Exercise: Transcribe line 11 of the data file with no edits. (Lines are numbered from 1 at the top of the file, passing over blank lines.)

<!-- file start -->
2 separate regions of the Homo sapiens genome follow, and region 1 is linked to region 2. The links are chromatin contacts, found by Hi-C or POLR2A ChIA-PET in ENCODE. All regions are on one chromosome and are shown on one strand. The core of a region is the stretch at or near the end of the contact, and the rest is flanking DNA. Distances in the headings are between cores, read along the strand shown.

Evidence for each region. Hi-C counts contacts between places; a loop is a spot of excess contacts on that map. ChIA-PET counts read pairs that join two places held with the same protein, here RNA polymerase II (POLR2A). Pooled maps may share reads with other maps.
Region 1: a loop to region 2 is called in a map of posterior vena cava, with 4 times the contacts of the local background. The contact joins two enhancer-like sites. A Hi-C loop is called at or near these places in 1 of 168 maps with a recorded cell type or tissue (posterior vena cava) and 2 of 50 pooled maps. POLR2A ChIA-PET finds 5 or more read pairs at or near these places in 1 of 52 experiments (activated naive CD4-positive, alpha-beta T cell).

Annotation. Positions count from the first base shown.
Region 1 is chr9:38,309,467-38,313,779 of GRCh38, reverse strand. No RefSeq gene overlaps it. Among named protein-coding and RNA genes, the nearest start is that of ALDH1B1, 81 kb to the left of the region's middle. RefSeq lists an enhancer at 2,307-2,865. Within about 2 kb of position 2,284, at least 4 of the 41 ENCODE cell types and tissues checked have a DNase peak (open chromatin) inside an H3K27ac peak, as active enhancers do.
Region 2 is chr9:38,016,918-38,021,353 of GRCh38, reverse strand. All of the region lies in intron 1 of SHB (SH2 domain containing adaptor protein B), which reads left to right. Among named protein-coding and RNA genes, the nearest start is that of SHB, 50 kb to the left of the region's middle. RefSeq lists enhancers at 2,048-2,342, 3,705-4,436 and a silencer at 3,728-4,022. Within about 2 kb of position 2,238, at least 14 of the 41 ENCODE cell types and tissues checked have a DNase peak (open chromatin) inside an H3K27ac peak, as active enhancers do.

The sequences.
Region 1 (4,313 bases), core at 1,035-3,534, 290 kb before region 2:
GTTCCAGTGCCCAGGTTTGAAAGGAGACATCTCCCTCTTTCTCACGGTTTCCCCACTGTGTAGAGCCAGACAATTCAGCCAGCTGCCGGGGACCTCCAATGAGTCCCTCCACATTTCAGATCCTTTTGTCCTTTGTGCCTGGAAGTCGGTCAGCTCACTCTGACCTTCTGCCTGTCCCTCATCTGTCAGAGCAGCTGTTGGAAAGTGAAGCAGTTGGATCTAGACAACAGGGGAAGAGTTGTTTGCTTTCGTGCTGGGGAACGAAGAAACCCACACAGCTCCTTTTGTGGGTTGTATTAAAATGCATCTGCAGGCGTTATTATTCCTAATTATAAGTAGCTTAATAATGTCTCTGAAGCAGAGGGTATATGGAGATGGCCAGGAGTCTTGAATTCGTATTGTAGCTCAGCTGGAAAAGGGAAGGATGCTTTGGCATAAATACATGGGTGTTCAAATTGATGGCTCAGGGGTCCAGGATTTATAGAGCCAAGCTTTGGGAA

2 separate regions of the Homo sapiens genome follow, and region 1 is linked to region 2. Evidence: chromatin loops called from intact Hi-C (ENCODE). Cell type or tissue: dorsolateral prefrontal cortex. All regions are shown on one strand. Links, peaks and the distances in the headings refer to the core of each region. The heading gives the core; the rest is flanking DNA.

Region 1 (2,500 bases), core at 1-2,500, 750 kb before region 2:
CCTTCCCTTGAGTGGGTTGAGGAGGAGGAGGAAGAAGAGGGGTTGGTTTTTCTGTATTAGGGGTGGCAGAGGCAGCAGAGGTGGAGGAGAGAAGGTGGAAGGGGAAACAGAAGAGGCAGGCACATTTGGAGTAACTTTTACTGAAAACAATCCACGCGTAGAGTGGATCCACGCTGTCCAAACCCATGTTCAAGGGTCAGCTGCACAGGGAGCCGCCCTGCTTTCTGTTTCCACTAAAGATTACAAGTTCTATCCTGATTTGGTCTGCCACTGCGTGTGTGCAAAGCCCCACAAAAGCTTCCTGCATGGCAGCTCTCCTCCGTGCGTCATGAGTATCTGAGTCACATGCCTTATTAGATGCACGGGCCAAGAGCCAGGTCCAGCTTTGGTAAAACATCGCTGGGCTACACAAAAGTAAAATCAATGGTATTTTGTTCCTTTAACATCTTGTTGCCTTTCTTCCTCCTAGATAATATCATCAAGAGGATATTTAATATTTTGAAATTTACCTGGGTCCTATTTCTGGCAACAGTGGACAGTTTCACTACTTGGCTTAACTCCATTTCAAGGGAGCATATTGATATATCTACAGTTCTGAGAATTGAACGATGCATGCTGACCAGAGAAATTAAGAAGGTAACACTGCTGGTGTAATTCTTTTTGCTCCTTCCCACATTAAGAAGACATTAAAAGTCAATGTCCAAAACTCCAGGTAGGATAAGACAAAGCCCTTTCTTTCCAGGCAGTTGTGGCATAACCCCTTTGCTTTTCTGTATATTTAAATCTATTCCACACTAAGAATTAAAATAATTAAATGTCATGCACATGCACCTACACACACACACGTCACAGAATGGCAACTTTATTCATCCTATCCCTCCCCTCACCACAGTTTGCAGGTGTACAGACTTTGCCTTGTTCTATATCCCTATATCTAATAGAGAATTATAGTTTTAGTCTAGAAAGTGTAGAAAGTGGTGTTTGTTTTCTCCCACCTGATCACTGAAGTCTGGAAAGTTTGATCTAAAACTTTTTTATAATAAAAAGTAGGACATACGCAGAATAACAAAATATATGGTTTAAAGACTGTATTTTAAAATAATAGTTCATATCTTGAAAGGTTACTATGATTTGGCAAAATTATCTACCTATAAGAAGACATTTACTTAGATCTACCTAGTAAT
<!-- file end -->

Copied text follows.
Region 1 (2,500 bases), core at 1-2,500, 750 kb before region 2: